Cats are territorial animals. A cat’s territory consists of a core area, or den, where it feels secure enough to sleep, eat, play and potentially enjoy social interaction. Outside of that core area a cat’s territory consists of a network of paths and areas that they patroll regularly and are marked by the cat.
Cats mark their Territory by:
- Scratching(leaving visual as well as scent marks)
- Urine or feces deposits
The spraying, urine and feces marking provides other cats with information about the individual cat (e.g. sex, age and health). It can also let other cats know when a cat was last there. The marking of territory doesn’t always repel other cats and can result in time sharing of a territory. Marking behaviors allow a number of cats to share the resources in a territory without having to compete directly with one another (e.g. one cat may occupy a spot in the morning but leave it for anther cat in the afternoon). Like their wild counterparts cats in your homes also establish territories.
How a Cat Marks
Cats mark their territory through glands and pheromones. They have glands on certain parts of their bodies that explain territorial marking behavior. These glands secrete a subtle scent called pheromones. Pheromones are essential to cat communication as they allow felines to attract mates, define territories, promote a sense of comfort and let other cats know who and where they are.
The glands are located in the forehead and cheek areas on a cat’s head, at the base of and along their tails, on the bottoms of all four paws and on either side of the rectum. The forehead and cheek glands are used for head-butting and cheek rubbing marking. The glands along and at the base of the tail are used for back end marking when a cat rubs against something. The paw glands are used for scratching and kneading marking. Scratches are a visual as well as a scent mark. The rectal glands are used in spraying, urinating and fecal marking. Spraying should not be confused with urinating and tends to be done on walls, windows, furniture and other upright objects.
Why a Cat Marks
Following are reasons why cats show territorial marking behavior.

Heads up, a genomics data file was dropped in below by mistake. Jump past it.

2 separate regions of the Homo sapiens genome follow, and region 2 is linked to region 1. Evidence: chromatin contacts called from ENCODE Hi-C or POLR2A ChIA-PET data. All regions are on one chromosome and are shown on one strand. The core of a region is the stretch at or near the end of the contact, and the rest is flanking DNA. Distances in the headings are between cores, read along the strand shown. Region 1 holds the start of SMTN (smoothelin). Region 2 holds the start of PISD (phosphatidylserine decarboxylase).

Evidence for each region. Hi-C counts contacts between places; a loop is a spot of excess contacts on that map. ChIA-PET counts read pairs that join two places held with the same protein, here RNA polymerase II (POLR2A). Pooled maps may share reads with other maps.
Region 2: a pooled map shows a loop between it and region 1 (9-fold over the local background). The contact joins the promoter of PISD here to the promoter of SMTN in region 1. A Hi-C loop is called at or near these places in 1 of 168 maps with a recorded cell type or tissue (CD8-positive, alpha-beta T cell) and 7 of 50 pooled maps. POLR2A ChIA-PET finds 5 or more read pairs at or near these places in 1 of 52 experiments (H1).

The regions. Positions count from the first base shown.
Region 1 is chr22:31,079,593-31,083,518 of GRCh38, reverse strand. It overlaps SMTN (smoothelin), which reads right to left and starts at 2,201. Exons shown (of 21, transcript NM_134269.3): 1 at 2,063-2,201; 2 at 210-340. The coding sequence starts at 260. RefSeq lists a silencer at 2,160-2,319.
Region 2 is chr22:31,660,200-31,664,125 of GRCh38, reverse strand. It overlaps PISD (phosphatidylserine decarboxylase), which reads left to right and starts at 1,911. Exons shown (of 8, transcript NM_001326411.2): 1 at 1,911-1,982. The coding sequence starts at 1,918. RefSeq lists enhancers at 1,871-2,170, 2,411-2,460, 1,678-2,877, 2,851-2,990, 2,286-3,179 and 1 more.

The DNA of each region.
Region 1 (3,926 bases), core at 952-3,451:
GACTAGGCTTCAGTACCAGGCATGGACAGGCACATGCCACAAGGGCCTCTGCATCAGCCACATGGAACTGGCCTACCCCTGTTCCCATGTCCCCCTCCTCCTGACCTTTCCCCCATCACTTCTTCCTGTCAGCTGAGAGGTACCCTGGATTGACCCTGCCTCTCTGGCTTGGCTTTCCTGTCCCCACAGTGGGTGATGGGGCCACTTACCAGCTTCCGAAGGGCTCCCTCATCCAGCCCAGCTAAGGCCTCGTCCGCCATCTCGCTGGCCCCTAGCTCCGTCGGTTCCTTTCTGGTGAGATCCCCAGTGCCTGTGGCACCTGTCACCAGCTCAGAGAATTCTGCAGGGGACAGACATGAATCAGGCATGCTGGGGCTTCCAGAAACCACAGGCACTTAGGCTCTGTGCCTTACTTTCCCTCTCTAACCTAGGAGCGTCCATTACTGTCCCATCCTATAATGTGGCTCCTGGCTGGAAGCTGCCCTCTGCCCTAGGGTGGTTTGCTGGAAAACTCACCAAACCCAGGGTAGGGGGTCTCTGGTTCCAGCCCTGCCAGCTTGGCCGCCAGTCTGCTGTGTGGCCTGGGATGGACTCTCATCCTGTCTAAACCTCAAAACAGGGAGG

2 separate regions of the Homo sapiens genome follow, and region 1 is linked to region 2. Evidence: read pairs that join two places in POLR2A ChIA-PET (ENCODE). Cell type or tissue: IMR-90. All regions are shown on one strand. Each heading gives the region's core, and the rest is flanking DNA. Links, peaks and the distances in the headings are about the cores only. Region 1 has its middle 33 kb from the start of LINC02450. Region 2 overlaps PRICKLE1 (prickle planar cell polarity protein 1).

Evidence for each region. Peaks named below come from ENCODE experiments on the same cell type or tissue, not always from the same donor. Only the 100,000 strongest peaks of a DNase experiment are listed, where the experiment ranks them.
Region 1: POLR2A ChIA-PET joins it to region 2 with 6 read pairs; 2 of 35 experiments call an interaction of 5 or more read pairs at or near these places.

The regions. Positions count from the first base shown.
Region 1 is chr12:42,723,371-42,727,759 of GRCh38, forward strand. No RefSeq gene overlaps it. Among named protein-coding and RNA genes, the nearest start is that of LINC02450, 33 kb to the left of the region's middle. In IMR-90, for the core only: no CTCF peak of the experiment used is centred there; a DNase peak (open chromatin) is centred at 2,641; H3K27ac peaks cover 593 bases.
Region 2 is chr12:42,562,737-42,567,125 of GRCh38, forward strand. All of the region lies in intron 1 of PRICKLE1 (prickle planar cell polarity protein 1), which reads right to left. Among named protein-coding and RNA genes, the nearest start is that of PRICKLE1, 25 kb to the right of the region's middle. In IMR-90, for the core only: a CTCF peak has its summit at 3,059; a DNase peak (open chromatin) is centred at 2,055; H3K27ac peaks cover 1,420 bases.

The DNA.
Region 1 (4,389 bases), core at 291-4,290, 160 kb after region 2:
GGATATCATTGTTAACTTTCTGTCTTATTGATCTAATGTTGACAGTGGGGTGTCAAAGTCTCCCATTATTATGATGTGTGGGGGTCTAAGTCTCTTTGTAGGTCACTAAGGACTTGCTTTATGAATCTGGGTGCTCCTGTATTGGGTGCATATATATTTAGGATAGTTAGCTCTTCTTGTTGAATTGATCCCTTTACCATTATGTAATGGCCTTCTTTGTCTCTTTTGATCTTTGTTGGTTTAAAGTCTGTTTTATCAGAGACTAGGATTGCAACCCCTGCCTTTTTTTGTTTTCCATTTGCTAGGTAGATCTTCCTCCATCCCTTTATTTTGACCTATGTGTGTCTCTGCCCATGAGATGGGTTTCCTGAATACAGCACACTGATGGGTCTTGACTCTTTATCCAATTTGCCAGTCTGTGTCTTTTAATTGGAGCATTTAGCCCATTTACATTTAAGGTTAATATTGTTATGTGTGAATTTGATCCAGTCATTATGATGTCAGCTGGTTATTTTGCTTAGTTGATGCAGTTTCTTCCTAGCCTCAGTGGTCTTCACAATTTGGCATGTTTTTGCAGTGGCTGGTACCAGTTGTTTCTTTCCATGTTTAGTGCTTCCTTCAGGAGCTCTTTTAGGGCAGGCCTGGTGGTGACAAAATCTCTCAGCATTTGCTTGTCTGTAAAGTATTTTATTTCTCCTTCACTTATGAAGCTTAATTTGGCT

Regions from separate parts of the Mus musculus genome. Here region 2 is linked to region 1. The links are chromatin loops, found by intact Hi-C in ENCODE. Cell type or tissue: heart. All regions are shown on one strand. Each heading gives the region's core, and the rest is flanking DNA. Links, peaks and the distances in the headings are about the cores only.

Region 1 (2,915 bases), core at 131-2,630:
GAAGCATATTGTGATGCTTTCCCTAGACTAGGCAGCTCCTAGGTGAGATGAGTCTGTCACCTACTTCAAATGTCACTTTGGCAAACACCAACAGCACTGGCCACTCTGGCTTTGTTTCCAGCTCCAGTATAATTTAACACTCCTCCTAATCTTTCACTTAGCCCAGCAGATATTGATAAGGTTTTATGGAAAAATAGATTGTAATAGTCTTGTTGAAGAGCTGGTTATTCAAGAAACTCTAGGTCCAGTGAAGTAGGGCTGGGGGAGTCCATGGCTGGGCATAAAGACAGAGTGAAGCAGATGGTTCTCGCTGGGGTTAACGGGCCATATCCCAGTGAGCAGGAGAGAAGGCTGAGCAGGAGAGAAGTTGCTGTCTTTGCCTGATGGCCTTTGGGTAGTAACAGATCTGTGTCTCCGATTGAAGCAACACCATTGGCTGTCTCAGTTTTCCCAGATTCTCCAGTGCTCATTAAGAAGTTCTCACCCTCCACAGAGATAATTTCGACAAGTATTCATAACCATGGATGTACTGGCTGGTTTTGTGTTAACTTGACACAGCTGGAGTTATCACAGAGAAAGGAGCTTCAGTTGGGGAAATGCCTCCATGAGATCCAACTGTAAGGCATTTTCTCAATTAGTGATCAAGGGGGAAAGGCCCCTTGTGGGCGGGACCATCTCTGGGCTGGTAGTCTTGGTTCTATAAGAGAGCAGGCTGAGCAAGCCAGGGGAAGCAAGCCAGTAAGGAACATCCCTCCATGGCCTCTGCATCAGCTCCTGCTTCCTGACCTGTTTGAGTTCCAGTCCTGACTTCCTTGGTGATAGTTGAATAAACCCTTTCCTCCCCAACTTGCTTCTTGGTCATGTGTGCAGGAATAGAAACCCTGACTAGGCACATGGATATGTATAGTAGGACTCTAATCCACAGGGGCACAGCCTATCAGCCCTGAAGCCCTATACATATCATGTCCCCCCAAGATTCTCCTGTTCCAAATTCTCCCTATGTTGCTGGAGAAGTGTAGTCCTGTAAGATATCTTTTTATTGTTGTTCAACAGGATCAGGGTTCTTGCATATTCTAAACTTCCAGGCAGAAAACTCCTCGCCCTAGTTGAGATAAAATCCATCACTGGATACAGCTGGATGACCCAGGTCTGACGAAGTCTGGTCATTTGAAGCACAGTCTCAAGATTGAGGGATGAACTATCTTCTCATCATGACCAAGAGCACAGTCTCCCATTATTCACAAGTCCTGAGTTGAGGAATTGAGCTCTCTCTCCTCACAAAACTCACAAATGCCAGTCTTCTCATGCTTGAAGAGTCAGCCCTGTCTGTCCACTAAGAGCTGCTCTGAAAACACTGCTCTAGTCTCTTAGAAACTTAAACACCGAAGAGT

- When a cat head-buts or rubs cheeks, hind-quarters or tails on humans or things it is often to mark them as their own. They will also mark rooms, items and other felines this way, the pheromones deposited help with bonding as well as making a communal scent.
- When cats scratch it is a natural feline impulse and activity. They do it whether indoors or outdoors. Cats tend to pick a few different objects like trees, chair legs and scratching posts and return to them often. Scratching in new location may be prompted by change. Cats are comforted when surrounded by their own sent in a room.
- Spraying is often done to mark territory or to communicate boundaries. It is often prompted indoors by a change in environment, such as moving to a new home, buying new furnishings and remodeling. Cat spray may be directed at draperies, walls, furnishings and more.
- Urinating often is done if there is a strong scent to clothing that is left lying around after a work-out or highly active day, to indicate that their usual washroom facilities need to be cleaned or if it is an article brought into the place that is strongly scented by animals that they have never encountered the scent of before or have taken a dislike to.
Tips That May Help at Home
Keep a “Positive Spin” on marking. Since marking is a natural feline territorial behavior, remember that you can take steps to keep your pet’s instincts positive; here are 5 tips on how to help channel cat’s marking.
- Rub your cat’s cheeks and head. Most of the time this has a very calming and reassuring effect
- Rub the head and cheek area glands with a dry wash cloth and spread the scent on new furnishings. This can help deter the scratching behaviour
- Offer your pet places to scratch such as stable vertical scratching posts and horizontal posts as well. Never buy a used post because they may carry the markings of another cat and prompt spraying
- Prepare your pet for change-if a new baby is expected, invite someone over with an infant to accustom your cat to the noise, scent and presence of a baby
- If your cat has sprayed in certain areas, wash those area with an enzyme-based cleaner that removes the odor, even if you address the underlying cause that prompted the spraying your cat may return to spray in an area if it still detects its own scent
Information obtained from:
Article: It’s All mine! Cat Marking Explained by Elizabeth Wasserman 2009
Cat medical diagrams.